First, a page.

I walk ahead, then circle around. He hasn’t been to the new GRAM yet, and art is his life, the flow of his blood, the beat of his heart. A shine comes up in his blue-grey eyes, and it’s not tears this time. Mom wheels him to each painting, each drawing, each sculpture, and I read the signs to them. Names of artists, short bios, a few lines of the artwork’s history. He nods. He knows most all of them already. He mouths the names of the artists before I have a chance to read. He fills in the missing stories. This is why I have always loved going to art museums with my father. He is my personal tour guide, man in the know.
By now, Mom knows, too. She points out his favorites, pushes the chair closer. She points to details, masterful strokes she knows he will appreciate. She huffs in disgust at the abstract art, making a face.
“I could do this,” she says of great white canvas with a red rhomboid to one side. Which is meant, of course, as a mark of disdain.
Dad shrugs. He’s no fan, either. He sighs with pleasure when we wheel up to the Renoir, Whistler, Sargent.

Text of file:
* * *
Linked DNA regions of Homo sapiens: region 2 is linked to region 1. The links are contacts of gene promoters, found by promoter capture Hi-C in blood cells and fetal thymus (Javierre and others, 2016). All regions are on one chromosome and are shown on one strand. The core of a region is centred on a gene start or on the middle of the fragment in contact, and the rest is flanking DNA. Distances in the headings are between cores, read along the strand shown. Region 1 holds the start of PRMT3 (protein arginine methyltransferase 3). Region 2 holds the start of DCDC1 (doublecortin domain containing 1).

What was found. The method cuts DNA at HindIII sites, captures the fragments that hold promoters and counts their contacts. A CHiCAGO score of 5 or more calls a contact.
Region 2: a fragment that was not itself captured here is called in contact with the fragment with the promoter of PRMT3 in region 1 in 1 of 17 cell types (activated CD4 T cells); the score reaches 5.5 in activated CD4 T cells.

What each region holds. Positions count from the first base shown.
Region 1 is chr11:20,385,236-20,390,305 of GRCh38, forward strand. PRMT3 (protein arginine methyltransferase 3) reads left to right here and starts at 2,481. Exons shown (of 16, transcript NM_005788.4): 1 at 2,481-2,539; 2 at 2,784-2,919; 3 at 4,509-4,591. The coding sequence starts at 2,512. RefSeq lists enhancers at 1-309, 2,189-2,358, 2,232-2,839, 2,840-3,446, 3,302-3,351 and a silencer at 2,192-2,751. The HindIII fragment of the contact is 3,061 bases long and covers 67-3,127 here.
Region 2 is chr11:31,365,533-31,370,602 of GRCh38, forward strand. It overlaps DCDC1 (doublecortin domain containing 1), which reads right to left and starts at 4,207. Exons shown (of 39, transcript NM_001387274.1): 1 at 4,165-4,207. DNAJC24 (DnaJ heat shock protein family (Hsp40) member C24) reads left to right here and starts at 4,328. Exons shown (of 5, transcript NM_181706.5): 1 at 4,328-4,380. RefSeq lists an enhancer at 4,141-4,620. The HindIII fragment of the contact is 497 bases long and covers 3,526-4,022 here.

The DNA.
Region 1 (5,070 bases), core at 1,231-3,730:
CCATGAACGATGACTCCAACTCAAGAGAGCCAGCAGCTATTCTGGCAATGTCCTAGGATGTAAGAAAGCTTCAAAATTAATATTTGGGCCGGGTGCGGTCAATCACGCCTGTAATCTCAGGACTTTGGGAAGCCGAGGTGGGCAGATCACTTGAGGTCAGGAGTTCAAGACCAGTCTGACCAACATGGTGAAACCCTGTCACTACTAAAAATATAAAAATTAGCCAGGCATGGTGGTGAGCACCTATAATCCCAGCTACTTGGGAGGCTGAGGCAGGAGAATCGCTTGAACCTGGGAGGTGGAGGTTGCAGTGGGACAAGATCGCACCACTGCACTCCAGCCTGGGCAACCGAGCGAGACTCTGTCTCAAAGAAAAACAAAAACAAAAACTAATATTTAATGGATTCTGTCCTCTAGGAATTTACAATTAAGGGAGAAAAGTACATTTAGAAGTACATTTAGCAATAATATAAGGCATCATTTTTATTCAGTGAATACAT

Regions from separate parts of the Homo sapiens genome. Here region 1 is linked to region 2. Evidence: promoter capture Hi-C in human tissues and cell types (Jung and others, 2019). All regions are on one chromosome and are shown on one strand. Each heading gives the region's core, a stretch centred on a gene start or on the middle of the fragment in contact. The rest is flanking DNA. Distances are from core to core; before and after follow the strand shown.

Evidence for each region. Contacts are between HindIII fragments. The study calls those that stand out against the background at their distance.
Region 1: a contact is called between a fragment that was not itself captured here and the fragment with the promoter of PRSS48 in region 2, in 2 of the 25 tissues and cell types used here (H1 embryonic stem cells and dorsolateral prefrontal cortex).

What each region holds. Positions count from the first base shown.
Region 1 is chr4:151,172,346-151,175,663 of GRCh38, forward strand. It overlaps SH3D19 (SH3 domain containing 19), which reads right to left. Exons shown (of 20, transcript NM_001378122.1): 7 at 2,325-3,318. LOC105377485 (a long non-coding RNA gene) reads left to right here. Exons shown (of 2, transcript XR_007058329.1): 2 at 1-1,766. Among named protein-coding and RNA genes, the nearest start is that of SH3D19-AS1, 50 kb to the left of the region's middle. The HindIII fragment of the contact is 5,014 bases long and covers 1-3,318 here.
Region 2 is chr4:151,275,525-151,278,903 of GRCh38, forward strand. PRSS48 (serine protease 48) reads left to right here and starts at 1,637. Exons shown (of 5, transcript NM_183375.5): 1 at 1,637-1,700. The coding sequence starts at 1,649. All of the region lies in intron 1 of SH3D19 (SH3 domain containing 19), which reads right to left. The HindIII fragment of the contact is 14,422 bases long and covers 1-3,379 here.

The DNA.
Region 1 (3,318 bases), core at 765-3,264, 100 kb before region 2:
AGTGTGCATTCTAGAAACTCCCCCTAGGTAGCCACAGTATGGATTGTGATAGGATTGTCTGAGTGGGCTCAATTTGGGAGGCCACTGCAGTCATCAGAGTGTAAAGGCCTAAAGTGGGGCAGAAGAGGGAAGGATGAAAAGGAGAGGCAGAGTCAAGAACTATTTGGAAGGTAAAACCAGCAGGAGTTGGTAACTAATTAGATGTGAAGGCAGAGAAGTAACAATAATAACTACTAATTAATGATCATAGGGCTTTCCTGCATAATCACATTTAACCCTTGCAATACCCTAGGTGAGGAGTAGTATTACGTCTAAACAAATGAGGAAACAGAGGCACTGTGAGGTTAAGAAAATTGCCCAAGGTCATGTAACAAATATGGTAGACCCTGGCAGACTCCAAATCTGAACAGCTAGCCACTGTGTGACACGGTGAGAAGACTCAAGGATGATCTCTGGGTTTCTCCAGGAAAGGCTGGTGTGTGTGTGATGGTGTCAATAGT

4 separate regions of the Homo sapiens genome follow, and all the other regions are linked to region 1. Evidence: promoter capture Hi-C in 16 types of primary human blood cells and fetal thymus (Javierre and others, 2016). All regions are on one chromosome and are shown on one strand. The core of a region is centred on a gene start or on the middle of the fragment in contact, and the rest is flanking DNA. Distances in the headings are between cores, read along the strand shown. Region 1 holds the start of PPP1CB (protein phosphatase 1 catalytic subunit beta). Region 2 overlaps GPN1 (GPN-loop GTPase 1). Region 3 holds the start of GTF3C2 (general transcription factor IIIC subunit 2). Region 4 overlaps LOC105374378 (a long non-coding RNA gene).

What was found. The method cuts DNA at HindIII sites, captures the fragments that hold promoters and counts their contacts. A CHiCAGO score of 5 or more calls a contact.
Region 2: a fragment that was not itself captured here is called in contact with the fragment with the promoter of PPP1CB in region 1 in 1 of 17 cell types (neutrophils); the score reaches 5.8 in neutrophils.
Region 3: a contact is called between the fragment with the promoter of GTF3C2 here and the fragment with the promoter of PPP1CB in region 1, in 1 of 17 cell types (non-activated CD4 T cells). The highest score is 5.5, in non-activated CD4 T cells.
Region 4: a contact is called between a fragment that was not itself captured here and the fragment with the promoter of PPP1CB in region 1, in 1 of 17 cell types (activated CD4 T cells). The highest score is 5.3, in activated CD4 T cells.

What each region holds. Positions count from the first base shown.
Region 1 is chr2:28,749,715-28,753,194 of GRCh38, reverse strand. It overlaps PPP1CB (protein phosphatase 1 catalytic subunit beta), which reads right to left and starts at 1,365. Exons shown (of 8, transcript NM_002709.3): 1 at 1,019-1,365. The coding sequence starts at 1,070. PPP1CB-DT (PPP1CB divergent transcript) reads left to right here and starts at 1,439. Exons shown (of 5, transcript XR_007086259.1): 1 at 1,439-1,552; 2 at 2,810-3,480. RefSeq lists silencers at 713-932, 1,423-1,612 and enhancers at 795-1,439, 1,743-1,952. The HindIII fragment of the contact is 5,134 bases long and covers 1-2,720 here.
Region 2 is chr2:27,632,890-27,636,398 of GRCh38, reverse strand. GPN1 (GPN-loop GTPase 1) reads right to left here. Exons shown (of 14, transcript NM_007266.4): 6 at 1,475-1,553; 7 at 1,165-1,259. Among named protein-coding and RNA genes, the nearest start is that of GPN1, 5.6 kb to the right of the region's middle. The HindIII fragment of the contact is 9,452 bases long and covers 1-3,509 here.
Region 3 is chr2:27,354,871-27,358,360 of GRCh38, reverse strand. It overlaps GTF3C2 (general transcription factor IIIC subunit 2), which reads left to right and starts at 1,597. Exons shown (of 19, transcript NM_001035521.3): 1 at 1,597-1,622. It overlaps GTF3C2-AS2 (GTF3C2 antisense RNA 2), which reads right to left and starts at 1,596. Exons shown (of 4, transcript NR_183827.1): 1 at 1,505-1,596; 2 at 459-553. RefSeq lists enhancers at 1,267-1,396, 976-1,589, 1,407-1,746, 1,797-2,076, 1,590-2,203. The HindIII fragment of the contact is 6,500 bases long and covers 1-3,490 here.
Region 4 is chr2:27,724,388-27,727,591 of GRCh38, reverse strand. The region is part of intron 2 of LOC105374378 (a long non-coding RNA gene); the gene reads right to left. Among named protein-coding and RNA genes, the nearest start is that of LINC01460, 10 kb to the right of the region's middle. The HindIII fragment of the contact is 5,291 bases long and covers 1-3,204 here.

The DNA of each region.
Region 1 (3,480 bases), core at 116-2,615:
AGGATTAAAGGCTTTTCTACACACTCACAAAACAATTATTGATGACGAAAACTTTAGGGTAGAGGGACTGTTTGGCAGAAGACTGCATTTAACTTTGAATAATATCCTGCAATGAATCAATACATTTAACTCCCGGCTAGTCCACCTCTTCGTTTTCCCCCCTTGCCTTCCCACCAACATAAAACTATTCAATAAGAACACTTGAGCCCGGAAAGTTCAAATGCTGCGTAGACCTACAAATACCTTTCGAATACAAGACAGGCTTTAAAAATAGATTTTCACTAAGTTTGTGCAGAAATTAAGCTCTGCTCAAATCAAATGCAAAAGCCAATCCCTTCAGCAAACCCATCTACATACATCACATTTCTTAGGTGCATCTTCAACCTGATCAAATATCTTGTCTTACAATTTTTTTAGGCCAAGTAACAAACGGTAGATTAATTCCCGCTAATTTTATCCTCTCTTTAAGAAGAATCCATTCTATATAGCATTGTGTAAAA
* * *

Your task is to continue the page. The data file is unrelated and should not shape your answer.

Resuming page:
They echo each other. The mark of decades of twining opinions, formed along the same path. Synchronicity. I fall back to watch them. Watch them more than observe the art. They are moving art themselves, this couple of 59 years, the elderly woman with gimpy hip pushing the wheelchair of the elderly man. She leans over so that her head is closer to his when they are in front of a Manet. Her hand swirls to follow an arc of his pencil drawing, sweeps over it, and he nods in agreement. They’ve come to see the world through similar eyes.
At lunch in the GRAM café, she pecks at the food on his plate, tasting, smacking her lips in approval. He accepts a proffered bite of her chicken salad with cherries croissant. She dabs a napkin at the corner of his mouth. He laughs at her. I offer one a wedge of sage derby cheese from my plate, and they pass it back and forth, nibbling at its edges, deciding they both like it.